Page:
Oct 03

The Last Airbender: Disaster or Misunderstood Masterpiece?

Throughout the ages there has been many misunderstood prophets. Socrates was laugh at and mocked, Einstein was thought a fool and even Led Zeppelin were called crazy for their attempts to revolutionize music. Led Zeppelin and M. Night in the same sentence? Sacrilege you cry? Well, read on and let me better explain.

When going to this film I believed that I was fully prepared for anything I was going to see. Rotten Tomatoes had an exceptional 6% score for the film, every written review was incredibly damning and friends would begin to twitch just by thinking about it. This actually got me excited, but what I got far surpassed my expectations.

Some people will tell you this film is a travesty to the series, an abortion of cinema and the final nail in M. Night’s coffin. However, I’ve set out to prove it’s the perfection of his craft.

If you are at all a fan of either eastern culture or manga and you have not already seen the Avatar series (yes the kid’s show) then go watch it. It is beautifully written, full of deep incites into human nature and a brilliant journey. It is also one of my first reasons for my praising M. Night. It takes a great amount of effort and skill to not only miss the entire meaning of a series, but remove all humour and character building from it. Most writers would crumble under a task this complicated, some would pause and ask themselves if what they were writing made any sense at all. But not M. Night, he pushed on, struggled and agonized over it till he had removed all heart, style and comedic value. This is a sign of true skill.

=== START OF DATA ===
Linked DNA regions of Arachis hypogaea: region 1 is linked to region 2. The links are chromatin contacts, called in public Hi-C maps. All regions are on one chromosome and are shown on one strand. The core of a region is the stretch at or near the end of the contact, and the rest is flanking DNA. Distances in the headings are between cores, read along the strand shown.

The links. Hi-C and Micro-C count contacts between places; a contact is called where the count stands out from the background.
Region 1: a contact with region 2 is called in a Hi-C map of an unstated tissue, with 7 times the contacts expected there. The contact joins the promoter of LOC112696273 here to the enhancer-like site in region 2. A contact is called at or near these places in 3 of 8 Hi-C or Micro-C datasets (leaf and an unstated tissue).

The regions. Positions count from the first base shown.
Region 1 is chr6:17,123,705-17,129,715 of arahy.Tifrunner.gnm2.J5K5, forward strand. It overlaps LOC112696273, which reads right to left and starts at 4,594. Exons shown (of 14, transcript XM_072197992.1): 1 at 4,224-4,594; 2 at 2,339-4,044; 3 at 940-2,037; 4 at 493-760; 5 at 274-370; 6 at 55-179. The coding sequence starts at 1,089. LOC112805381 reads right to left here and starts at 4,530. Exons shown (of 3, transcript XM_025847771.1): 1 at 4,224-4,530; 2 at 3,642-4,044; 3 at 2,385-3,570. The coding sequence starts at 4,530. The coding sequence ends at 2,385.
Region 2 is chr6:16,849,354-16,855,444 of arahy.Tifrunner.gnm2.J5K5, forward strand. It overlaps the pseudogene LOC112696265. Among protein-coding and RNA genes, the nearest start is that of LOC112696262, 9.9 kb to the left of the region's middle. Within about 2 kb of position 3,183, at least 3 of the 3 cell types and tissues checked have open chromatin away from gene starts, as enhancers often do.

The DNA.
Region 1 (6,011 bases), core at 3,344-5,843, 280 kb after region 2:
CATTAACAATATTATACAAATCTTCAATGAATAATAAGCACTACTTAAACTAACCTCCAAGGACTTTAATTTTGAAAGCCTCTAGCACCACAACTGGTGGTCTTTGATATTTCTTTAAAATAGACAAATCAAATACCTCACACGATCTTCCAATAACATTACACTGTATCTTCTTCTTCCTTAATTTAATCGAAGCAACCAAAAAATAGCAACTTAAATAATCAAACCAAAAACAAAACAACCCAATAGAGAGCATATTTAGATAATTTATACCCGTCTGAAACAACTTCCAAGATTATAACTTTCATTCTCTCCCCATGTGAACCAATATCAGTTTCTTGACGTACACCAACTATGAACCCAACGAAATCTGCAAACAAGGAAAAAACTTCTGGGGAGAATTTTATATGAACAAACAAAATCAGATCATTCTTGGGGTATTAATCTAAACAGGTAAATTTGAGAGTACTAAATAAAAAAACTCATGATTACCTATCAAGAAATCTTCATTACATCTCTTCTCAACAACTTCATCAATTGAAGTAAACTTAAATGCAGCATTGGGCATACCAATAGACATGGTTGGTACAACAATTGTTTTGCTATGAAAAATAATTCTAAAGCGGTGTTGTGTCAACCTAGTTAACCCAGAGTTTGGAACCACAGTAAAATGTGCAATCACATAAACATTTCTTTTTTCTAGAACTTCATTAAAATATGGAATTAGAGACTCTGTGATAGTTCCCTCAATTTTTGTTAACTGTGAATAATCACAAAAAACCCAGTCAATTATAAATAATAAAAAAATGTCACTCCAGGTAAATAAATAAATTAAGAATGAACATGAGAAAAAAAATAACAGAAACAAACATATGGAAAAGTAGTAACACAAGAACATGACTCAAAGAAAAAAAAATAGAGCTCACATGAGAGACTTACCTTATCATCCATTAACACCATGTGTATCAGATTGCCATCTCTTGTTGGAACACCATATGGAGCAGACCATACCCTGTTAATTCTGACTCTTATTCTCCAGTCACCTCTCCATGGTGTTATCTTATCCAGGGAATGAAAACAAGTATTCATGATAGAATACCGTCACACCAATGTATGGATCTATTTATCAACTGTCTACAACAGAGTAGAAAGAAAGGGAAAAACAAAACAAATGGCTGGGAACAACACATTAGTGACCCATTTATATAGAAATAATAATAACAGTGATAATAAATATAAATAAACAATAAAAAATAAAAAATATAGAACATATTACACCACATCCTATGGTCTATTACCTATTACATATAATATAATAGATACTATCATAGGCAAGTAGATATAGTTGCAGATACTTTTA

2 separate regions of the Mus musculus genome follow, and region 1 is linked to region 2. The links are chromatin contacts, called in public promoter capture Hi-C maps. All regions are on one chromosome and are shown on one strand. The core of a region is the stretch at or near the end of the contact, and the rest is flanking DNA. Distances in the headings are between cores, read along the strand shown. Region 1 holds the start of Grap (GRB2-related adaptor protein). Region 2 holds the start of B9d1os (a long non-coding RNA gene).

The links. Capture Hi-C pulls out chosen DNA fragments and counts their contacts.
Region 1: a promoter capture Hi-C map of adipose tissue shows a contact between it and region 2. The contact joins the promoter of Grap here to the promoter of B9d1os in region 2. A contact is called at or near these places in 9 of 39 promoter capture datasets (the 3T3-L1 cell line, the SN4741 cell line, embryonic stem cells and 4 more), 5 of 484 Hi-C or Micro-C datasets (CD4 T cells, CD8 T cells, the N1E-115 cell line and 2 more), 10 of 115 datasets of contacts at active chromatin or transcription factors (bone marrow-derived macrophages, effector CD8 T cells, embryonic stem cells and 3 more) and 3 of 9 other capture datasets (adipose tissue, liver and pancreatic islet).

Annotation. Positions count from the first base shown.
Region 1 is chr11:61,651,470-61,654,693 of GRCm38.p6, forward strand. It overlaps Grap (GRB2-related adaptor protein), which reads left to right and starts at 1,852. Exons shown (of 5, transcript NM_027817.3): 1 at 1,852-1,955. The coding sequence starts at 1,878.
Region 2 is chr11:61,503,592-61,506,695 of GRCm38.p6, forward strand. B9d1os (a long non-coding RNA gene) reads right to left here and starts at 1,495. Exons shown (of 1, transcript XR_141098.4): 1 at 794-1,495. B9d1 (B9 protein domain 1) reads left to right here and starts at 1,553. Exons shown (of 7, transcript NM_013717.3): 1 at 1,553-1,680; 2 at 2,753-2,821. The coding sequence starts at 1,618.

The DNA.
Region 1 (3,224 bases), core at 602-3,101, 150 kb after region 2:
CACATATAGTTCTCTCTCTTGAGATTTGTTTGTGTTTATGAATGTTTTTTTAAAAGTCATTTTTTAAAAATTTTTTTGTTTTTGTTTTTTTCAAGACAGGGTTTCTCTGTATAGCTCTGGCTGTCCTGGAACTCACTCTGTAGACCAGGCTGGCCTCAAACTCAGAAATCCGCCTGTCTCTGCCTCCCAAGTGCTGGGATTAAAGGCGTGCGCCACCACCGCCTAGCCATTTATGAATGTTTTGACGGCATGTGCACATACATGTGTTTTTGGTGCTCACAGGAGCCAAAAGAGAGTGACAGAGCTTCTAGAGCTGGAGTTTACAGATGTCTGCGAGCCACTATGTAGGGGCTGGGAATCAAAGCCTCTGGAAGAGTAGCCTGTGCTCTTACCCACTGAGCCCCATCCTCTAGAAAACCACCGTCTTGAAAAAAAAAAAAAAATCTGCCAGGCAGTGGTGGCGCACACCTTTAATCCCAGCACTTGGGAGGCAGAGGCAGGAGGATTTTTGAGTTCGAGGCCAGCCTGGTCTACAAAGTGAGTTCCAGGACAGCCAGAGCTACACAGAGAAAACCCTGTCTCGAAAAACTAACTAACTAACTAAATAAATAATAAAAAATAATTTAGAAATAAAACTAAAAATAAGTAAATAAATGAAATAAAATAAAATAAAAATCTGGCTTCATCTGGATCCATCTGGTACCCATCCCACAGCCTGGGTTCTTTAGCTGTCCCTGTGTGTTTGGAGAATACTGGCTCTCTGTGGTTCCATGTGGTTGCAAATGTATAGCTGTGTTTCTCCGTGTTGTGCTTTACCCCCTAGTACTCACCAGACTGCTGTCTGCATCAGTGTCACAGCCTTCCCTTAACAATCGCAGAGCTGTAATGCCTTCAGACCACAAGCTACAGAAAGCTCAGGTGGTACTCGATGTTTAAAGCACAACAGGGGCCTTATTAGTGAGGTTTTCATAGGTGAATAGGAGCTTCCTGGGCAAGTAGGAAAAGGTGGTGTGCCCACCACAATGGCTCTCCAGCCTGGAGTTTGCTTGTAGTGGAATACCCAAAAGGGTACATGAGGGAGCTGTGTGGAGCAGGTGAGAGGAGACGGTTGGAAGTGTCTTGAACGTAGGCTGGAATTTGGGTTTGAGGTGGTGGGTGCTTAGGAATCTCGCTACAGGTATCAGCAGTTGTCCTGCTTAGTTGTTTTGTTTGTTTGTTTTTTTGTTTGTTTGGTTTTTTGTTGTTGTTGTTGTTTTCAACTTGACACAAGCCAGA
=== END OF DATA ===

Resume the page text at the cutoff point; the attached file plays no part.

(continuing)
Dialogue is also difficult to translate from cartoon to film, often jokes made in manga are very visual and are often accompanied by hyper stylised animation. This can be problematic for even the most skilled writers. Plus, to make an audience feel and connect with your characters in a quarter of the time is a hugely difficult task. However M. Night has the solution. Don’t try. It so simple and yet so effective! By doing this you can confuse an entire audience of people who will spend so much time trying to piece together what each person’s motivation or goal is that they won’t even care that characters may as well be reading from a piece of cardboard slightly off camera. This removes any need for jokes or emotion. Also, story is hard to weave into film, you can save a lot of time by using exposition…so just do this for everything. Hollywood should take a note of this.

Lastly, actor direction is really the lynch pin of a film. An audience can actually forgive both dialog and writing if you can believe an actor’s conviction, if their presence sells the character. With such a high budget and a cast of thousands even after a casting crew has done their work, it is the director that will pull the performances out of his cast and M. Night is in fine form with all sorts of tricks to do this. Special techniques for actors like “try to look confused”, “really phone in your performance” or “do it again but this time without the emotion”. This way no one really has to get invested and actors will save energy for scenes with physical exertion. This also really saves time wasted on retakes.

The Level of effort that Mr Shamalayn has put into this movie is staggering, every scene is as engaging as the last and when I mean engaging I mean engaging like a train wreck. Closing your eyes would save you the horror, but seeing it crash is something you find yourself drawn to see. In a world where Twilight is a box office smash, though you mock now, this may be looked upon as classic cinema in the not to distant future.

– Josh